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Table of contents
PREFACE
TOUCH-1
TOUCH-2
TOUCH-3 (begin)
TOUCH-3 (end)
TOUCH-4 (begin)
TOUCH-4 (end)
SMELL-1
SMELL-2
SMELL-3.1
SMELL-3.2
SMELL-3.3
SMELL-3.4
SMELL-3.5
SMELL-4 (begin)
SMELL-4 (end)
SMELL-5
HEARING-1
HEARING-2
HEARING-3
VISION-1.1
VISION-1.2
VISION-1.3
VISION-2.1
VISION-2.2
VISION-2.3
VISION-2.4
VISION-3
VISION-4
VISION-5
APPENDIX A
APPENDIX B HISTORY-1
APPENDIX B HISTORY-2.1
APPENDIX B HISTORY-2.2
APPENDIX B HISTORY-2.3
APPENDIX B HISTORY-3.1
APPENDIX B HISTORY-3.2
INDEX OF AUTHORS

bathe morning and evening in the sea, he remarks, and afterward 

in fresh water to remove the particles of salt, wash their hands 

before and after meals, etc. (J.R. Forster, "_Observations made 

during a Voyage round the World_," 1798, p. 398.) And William 

Ellis, in his detailed description of the people of Tahiti 

(_Polynesian Researches_, 1832, vol. i, especially Chapters VI 

and IX), while emphasizing their extreme cleanliness, every 

person of every class bathing at least once or twice a day, 

dwells on what he considers their unspeakable moral debasement; 

"notwithstanding the apparent mildness of their disposition and 

the cheerful vivacity of their conversation, no portion of the 

human race was ever perhaps sunk lower in brutal licentiousness 

and moral degradation." 

 

After leaving Tahiti Cook went on to New Zealand. Here he found 

that the people were more virtuous than at Tahiti, and also, he 

found, less clean. 

 

It is, however, a mistake to suppose that physical uncleanliness ruled 

supreme through mediaeval and later times. It is true that the eighteenth 

century, which saw the birth of so much that marks our modern world, 

witnessed a revival of the old ideal of bodily purity. But the struggle 

between two opposing ideals had been carried on for a thousand years or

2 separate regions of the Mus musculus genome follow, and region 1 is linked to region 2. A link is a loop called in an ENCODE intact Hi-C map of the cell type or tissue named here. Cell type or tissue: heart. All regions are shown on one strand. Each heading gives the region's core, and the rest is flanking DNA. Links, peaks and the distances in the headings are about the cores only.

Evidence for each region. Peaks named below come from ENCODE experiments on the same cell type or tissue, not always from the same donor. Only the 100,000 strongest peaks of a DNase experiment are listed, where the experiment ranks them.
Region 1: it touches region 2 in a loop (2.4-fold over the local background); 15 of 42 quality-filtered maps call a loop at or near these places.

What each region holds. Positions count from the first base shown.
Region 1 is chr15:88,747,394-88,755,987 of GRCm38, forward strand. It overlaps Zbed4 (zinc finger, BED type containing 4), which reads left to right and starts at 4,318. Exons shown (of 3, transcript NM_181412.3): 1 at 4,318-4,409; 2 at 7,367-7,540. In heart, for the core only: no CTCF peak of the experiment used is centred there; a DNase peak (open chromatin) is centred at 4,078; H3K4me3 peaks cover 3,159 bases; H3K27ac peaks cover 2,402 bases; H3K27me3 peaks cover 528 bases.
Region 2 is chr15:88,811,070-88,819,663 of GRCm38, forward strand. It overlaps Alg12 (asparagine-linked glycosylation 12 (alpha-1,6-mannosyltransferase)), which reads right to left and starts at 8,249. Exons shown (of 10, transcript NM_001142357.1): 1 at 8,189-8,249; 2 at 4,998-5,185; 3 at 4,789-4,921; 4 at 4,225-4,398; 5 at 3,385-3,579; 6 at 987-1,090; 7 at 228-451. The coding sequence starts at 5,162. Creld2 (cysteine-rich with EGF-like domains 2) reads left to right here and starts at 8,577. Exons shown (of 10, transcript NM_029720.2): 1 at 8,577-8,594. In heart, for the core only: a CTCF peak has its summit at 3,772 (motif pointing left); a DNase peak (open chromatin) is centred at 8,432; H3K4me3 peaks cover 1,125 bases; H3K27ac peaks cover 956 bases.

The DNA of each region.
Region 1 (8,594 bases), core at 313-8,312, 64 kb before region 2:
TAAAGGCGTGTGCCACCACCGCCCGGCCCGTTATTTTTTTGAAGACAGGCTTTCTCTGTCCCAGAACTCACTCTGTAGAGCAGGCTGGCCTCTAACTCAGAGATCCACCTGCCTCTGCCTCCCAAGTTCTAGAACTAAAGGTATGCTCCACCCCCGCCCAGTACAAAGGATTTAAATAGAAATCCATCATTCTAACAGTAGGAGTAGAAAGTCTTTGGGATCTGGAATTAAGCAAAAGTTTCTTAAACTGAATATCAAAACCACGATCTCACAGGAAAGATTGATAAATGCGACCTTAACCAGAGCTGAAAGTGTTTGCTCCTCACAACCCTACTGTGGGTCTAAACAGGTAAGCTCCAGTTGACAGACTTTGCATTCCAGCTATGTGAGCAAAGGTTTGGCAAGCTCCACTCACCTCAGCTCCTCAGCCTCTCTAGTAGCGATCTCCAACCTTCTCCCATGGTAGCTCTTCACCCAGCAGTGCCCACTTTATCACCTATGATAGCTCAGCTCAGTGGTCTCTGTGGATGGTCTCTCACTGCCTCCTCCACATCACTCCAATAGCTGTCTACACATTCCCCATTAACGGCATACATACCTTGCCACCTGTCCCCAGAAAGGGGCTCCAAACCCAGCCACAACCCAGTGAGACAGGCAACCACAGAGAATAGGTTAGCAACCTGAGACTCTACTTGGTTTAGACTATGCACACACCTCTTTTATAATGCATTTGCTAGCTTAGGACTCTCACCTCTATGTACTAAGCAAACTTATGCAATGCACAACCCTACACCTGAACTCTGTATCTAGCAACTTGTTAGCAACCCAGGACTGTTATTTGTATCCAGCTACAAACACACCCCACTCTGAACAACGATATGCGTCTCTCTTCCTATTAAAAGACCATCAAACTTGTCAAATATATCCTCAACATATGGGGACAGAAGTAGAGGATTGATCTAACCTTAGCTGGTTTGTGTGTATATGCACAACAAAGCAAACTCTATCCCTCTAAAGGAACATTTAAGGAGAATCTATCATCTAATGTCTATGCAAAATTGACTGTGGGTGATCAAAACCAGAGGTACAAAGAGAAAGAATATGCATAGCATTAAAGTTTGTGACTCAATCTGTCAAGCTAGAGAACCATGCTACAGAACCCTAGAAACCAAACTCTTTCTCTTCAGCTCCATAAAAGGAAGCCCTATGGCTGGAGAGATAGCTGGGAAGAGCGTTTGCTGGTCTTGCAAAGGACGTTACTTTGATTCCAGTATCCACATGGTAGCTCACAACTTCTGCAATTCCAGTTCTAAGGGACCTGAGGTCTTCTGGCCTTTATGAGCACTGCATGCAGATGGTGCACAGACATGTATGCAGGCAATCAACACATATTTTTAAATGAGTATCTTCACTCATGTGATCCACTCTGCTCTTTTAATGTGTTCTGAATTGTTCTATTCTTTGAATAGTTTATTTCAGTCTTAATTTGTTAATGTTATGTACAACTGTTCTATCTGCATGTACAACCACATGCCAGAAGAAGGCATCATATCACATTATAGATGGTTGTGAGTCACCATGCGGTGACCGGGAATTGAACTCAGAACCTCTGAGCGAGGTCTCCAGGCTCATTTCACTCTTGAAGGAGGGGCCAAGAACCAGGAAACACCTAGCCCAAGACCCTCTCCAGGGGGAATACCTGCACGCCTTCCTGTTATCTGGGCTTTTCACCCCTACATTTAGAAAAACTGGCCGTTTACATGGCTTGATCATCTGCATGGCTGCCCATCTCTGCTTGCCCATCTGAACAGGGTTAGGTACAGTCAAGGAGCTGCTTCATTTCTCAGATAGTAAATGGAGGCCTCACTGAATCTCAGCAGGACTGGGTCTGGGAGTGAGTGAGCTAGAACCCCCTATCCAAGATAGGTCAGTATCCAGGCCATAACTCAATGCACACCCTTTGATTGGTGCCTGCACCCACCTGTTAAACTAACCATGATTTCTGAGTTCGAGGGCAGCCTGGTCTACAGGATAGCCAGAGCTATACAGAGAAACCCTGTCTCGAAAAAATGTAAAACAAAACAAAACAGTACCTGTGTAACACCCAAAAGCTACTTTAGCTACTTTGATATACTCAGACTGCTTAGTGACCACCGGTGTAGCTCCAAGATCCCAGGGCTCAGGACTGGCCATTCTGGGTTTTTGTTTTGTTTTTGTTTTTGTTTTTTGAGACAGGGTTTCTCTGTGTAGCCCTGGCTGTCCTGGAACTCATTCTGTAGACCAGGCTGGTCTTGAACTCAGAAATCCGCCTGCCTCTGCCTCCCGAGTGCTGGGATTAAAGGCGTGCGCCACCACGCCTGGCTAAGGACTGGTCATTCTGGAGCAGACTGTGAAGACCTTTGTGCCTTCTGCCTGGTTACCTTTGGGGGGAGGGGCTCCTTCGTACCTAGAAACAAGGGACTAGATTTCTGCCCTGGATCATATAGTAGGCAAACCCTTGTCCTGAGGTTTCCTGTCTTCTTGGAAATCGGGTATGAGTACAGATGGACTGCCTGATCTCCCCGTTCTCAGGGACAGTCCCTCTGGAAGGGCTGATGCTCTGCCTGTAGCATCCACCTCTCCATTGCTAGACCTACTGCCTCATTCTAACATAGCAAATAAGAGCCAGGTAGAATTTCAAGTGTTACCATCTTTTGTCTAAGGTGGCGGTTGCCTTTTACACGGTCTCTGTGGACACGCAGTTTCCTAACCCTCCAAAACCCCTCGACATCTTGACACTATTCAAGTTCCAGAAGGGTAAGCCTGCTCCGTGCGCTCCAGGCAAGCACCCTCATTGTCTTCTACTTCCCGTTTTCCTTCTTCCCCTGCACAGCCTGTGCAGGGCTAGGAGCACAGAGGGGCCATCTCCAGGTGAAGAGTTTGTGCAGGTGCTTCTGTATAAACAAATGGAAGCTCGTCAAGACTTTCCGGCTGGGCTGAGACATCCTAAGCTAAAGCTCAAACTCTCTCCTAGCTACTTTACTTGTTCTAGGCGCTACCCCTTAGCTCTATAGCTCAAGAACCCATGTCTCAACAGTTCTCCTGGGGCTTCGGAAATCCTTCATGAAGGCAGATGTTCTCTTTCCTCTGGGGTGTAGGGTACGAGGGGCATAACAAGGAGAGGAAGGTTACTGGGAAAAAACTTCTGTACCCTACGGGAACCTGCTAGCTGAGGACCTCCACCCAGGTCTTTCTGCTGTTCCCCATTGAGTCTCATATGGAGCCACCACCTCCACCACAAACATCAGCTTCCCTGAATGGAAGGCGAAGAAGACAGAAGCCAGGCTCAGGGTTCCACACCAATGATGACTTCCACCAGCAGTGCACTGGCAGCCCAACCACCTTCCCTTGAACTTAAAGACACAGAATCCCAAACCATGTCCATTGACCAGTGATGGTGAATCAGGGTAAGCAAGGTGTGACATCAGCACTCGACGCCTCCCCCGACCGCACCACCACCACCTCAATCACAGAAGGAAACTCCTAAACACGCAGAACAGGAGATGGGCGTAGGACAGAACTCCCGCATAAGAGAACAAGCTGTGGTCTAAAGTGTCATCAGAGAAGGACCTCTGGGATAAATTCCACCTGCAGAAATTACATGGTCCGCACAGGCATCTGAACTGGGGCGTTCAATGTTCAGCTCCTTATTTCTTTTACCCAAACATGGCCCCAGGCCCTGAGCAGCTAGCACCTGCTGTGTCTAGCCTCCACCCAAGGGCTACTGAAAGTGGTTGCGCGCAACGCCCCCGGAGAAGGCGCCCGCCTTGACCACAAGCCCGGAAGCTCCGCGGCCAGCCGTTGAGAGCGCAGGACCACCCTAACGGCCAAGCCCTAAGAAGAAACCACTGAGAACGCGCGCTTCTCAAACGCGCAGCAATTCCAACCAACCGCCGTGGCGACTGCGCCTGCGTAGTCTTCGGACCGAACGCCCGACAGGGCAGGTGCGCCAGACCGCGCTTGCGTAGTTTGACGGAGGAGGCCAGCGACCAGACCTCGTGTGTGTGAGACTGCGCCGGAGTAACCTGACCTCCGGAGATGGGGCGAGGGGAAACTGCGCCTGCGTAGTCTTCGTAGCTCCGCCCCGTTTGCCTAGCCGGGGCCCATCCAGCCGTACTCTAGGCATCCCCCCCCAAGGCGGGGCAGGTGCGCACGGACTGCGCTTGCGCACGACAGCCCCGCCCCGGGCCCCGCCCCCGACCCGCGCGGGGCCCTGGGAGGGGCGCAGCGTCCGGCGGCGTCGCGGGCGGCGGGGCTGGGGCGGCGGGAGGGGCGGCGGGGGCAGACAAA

more before this. The Church, indeed, was in this matter founded on an 

impregnable rock. But there never has been a time when influences outside 

the Church have not found a shelter somewhere. Those traditions of the 

classic world which Christianity threw aside as useless or worse quietly 

reappeared. In no respect was this more notably the case than in regard to 

the love of pure water and the cult of the bath. Islam adopted the 

complete Roman bath, and made it an institution of daily life, a necessity 

for all classes. Granada is the spot in Europe where to-day we find the 

most exquisite remains of Mohammedan culture, and, though the fury of 

Christian conquest dragged the harrow over the soil of Granada, even yet 

streams and fountains spring up there and gush abundantly and one seldom 

loses the sound of the plash of water. The flower of Christian chivalry 

and Christian intelligence went to Palestine to wrest the Holy Sepulchre 

from the hands of pagan Mohammedans. They found there many excellent 

things which they had not gone out to seek, and the Crusaders produced a 

kind of premature and abortive Renaissance, the shadow of lost classic 

things reflected on Christian Europe from the mirror of Islam. 

 


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